One proposed amendment would make companies doing business in India responsible for computer crimes committed by their employees if they're found to have lax security procedures.
Indian Prime Minister Manmohan Singh on Monday approved a set of proposals that would toughen laws designed to combat data theft and other electronic crimes in India.
The action comes in the wake of a U.K. documentary that aired earlier this month claiming India's booming outsourcing industry, which hosts sensitive technology operations for numerous Fortune 500 companies, is ridden with hackers and identity thieves.
The proposals will be presented to India's full legislature for approval during the upcoming winter session.
One proposed amendment to India's IT Act of 2000 would make companies doing business in India responsible for computer crimes committed by their employees if they're found to have lax security procedures. Another would increase fines for unauthorized disclosure of personal data from about $2,000 to about $10,000 for each instance.
Additionally, companies that are found guilty of such disclosures would be forced to pay victims of identity theft compensatory damages of up to roughly $220,000. Presently, liability for such crimes is limited to the individuals who commit them.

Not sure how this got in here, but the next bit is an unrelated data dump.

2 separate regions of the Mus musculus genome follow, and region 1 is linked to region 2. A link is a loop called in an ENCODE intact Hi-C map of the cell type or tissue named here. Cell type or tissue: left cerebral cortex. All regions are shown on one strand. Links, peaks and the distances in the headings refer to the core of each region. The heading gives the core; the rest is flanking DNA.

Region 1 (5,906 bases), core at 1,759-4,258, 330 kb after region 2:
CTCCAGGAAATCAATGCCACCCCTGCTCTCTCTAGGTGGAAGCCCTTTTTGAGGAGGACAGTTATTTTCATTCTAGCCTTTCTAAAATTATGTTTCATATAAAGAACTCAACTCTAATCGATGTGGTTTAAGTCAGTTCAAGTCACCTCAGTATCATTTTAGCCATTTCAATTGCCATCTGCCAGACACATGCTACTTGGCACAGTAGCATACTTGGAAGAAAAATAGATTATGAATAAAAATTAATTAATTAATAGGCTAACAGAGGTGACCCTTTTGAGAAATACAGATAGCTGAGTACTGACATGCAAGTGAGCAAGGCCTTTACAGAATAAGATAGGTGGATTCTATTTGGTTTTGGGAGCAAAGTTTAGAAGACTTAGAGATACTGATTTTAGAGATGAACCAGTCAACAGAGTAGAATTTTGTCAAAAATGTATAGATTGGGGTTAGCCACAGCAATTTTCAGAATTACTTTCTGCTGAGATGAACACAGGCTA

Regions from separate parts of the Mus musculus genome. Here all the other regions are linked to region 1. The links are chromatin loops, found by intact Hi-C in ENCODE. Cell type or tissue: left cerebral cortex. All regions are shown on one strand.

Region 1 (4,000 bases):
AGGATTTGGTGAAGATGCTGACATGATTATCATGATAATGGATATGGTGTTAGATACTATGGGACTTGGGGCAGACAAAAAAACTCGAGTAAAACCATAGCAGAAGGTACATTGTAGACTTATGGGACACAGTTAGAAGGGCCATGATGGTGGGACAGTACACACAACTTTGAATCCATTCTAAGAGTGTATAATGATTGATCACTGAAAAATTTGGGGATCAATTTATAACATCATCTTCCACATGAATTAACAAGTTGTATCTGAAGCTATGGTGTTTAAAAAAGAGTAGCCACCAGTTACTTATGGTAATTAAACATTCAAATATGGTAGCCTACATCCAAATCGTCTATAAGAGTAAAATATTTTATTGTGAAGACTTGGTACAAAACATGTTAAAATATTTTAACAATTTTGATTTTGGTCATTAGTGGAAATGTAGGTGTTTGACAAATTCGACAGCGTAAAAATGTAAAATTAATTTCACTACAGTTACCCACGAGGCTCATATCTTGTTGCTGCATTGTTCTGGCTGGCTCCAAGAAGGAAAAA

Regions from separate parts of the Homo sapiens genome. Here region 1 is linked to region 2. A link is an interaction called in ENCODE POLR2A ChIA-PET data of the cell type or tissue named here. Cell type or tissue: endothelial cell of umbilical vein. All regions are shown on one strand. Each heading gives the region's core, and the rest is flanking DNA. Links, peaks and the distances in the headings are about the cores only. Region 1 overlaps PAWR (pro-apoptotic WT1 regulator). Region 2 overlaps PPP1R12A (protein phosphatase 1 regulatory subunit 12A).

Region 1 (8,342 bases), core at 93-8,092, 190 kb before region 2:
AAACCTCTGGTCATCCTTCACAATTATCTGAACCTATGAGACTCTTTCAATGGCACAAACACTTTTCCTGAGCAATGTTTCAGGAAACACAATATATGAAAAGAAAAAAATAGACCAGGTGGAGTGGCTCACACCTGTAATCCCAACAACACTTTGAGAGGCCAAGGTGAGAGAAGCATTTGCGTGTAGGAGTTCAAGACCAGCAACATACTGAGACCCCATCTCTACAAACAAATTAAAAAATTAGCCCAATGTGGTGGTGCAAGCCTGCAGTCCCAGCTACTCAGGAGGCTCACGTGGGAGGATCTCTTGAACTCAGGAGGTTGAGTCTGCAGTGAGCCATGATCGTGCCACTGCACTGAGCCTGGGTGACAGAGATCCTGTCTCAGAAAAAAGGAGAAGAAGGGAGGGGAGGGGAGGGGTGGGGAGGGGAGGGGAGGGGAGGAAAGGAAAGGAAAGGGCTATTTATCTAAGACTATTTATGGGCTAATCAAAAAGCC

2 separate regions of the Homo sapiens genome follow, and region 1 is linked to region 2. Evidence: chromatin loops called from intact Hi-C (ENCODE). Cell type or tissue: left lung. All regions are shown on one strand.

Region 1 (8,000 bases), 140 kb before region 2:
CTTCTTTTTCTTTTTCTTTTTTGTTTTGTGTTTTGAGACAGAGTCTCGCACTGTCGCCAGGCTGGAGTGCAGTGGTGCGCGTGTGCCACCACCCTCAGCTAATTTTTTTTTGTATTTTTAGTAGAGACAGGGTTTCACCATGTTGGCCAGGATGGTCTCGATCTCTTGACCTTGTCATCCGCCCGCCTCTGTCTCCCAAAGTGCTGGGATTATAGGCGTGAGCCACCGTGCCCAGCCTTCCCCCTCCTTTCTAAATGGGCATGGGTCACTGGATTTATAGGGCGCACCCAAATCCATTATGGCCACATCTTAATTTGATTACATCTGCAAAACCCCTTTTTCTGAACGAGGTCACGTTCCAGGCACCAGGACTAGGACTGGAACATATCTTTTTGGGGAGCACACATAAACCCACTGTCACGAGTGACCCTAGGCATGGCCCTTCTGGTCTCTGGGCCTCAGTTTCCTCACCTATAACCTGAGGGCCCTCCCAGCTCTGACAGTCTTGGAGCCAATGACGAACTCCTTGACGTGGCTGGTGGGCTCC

Executives representing India's multibillion-dollar technology and business services outsourcing industry welcomed the move but caution that it will be up to the country's courts to ensure that the new laws work to reduce data theft and other electronic crmes.
"The deterrent will come not from the new laws themselves, but when we start to see indictments and convictions," says Sunil Mehta, VP of the Indian trade group National Association for Software and Services Companies.
We welcome your comments on this topic on our social media channels, or [contact us directly] with questions about the site.
2017 State of IT ReportIn today's technology-driven world, "innovation" has become a basic expectation. IT leaders are tasked with making technical magic, improving customer experience, and boosting the bottom line -- yet often without any increase to the IT budget. How are organizations striking the balance between new initiatives and cost control? Download our report to learn about the biggest challenges and how savvy IT executives are overcoming them.
Infographic: The State of DevOps in 2017Is DevOps helping organizations reduce costs and time-to-market for software releases? What's getting in the way of DevOps adoption? Find out in this InformationWeek and Interop ITX infographic on the state of DevOps in 2017.